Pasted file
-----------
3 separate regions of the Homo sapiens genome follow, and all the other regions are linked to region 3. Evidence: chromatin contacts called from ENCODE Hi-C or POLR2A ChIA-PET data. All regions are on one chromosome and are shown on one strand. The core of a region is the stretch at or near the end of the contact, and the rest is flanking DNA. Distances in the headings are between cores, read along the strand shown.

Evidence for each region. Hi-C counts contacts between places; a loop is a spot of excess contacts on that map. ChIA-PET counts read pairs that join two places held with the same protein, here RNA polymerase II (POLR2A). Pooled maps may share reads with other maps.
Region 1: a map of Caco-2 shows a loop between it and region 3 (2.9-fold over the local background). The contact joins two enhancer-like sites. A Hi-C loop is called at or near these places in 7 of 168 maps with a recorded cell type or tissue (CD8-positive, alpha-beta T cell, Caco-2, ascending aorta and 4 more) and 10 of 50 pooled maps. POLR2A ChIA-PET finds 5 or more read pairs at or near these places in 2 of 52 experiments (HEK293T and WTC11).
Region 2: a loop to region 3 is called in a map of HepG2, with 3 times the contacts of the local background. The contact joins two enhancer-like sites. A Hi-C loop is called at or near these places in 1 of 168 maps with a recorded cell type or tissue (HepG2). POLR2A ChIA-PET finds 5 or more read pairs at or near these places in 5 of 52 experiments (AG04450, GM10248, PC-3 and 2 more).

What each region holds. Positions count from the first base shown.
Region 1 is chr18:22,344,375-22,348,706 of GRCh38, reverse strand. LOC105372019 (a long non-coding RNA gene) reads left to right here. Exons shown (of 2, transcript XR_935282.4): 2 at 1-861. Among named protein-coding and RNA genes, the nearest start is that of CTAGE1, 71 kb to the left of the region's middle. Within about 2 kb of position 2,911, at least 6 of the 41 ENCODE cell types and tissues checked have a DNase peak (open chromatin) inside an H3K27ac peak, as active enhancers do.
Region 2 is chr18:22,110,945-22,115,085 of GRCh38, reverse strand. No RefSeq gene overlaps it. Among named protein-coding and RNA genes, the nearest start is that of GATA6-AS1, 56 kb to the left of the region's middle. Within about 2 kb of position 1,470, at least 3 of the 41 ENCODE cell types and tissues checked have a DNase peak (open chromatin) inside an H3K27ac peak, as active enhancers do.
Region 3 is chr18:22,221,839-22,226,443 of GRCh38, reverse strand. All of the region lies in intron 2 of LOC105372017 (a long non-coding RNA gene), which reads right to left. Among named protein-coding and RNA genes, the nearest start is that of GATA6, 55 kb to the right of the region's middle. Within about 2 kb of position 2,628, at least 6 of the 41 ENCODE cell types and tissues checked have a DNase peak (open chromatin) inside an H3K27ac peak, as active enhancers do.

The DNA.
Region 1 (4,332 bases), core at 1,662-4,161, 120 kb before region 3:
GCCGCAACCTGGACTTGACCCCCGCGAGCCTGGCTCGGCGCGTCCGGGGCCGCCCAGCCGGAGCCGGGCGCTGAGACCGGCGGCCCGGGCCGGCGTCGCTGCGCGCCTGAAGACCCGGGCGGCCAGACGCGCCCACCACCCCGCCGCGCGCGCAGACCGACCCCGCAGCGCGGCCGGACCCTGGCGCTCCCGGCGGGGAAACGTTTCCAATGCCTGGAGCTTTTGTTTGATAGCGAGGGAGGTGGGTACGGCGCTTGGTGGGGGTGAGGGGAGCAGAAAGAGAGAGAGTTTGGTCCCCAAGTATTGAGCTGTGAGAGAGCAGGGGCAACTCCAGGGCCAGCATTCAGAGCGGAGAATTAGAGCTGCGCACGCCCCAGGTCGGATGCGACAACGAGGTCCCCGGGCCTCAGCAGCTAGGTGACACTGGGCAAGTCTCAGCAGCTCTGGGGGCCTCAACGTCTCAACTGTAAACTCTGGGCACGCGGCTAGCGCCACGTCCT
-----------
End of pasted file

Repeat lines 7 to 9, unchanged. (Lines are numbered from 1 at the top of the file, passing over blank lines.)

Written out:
Region 2 is chr18:22,110,945-22,115,085 of GRCh38, reverse strand. No RefSeq gene overlaps it. Among named protein-coding and RNA genes, the nearest start is that of GATA6-AS1, 56 kb to the left of the region's middle. Within about 2 kb of position 1,470, at least 3 of the 41 ENCODE cell types and tissues checked have a DNase peak (open chromatin) inside an H3K27ac peak, as active enhancers do.
Region 3 is chr18:22,221,839-22,226,443 of GRCh38, reverse strand. All of the region lies in intron 2 of LOC105372017 (a long non-coding RNA gene), which reads right to left. Among named protein-coding and RNA genes, the nearest start is that of GATA6, 55 kb to the right of the region's middle. Within about 2 kb of position 2,628, at least 6 of the 41 ENCODE cell types and tissues checked have a DNase peak (open chromatin) inside an H3K27ac peak, as active enhancers do.

The DNA.